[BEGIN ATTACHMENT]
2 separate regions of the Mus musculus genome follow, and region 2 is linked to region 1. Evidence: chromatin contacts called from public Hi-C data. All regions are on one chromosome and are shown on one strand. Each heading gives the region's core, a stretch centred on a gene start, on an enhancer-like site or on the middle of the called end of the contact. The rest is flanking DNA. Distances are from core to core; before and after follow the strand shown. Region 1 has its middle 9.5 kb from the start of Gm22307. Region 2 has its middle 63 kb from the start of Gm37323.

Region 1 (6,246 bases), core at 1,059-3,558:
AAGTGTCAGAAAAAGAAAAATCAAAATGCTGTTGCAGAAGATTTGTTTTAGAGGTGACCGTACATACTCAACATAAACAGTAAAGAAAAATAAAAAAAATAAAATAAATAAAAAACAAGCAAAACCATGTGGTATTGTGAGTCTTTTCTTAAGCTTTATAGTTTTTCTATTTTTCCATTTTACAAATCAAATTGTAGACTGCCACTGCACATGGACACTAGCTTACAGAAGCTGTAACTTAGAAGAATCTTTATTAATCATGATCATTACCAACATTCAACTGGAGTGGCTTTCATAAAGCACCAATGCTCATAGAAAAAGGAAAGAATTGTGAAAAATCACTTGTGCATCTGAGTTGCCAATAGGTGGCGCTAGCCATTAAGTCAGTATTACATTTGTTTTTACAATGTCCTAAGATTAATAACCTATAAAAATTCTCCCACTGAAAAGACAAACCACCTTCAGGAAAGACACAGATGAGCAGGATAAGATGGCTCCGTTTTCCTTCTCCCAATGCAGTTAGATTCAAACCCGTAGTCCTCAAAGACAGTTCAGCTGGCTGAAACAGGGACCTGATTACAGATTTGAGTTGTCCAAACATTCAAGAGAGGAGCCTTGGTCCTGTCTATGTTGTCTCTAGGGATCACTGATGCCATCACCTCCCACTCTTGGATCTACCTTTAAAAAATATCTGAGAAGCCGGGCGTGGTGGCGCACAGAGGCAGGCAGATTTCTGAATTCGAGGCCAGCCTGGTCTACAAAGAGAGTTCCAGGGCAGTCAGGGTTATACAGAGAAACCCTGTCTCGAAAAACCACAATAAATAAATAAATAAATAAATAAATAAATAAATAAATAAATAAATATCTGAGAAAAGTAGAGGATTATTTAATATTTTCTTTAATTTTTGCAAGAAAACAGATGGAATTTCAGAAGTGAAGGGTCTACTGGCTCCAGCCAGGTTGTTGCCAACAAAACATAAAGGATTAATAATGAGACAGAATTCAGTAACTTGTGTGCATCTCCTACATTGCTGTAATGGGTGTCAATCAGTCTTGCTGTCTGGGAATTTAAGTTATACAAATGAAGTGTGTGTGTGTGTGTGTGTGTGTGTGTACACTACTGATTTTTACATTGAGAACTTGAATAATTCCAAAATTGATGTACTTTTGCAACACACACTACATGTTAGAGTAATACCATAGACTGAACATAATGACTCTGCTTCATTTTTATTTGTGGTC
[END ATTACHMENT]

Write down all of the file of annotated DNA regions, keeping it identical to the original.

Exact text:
2 separate regions of the Mus musculus genome follow, and region 2 is linked to region 1. Evidence: chromatin contacts called from public Hi-C data. All regions are on one chromosome and are shown on one strand. Each heading gives the region's core, a stretch centred on a gene start, on an enhancer-like site or on the middle of the called end of the contact. The rest is flanking DNA. Distances are from core to core; before and after follow the strand shown. Region 1 has its middle 9.5 kb from the start of Gm22307. Region 2 has its middle 63 kb from the start of Gm37323.

Region 1 (6,246 bases), core at 1,059-3,558:
AAGTGTCAGAAAAAGAAAAATCAAAATGCTGTTGCAGAAGATTTGTTTTAGAGGTGACCGTACATACTCAACATAAACAGTAAAGAAAAATAAAAAAAATAAAATAAATAAAAAACAAGCAAAACCATGTGGTATTGTGAGTCTTTTCTTAAGCTTTATAGTTTTTCTATTTTTCCATTTTACAAATCAAATTGTAGACTGCCACTGCACATGGACACTAGCTTACAGAAGCTGTAACTTAGAAGAATCTTTATTAATCATGATCATTACCAACATTCAACTGGAGTGGCTTTCATAAAGCACCAATGCTCATAGAAAAAGGAAAGAATTGTGAAAAATCACTTGTGCATCTGAGTTGCCAATAGGTGGCGCTAGCCATTAAGTCAGTATTACATTTGTTTTTACAATGTCCTAAGATTAATAACCTATAAAAATTCTCCCACTGAAAAGACAAACCACCTTCAGGAAAGACACAGATGAGCAGGATAAGATGGCTCCGTTTTCCTTCTCCCAATGCAGTTAGATTCAAACCCGTAGTCCTCAAAGACAGTTCAGCTGGCTGAAACAGGGACCTGATTACAGATTTGAGTTGTCCAAACATTCAAGAGAGGAGCCTTGGTCCTGTCTATGTTGTCTCTAGGGATCACTGATGCCATCACCTCCCACTCTTGGATCTACCTTTAAAAAATATCTGAGAAGCCGGGCGTGGTGGCGCACAGAGGCAGGCAGATTTCTGAATTCGAGGCCAGCCTGGTCTACAAAGAGAGTTCCAGGGCAGTCAGGGTTATACAGAGAAACCCTGTCTCGAAAAACCACAATAAATAAATAAATAAATAAATAAATAAATAAATAAATAAATAAATATCTGAGAAAAGTAGAGGATTATTTAATATTTTCTTTAATTTTTGCAAGAAAACAGATGGAATTTCAGAAGTGAAGGGTCTACTGGCTCCAGCCAGGTTGTTGCCAACAAAACATAAAGGATTAATAATGAGACAGAATTCAGTAACTTGTGTGCATCTCCTACATTGCTGTAATGGGTGTCAATCAGTCTTGCTGTCTGGGAATTTAAGTTATACAAATGAAGTGTGTGTGTGTGTGTGTGTGTGTGTGTACACTACTGATTTTTACATTGAGAACTTGAATAATTCCAAAATTGATGTACTTTTGCAACACACACTACATGTTAGAGTAATACCATAGACTGAACATAATGACTCTGCTTCATTTTTATTTGTGGTC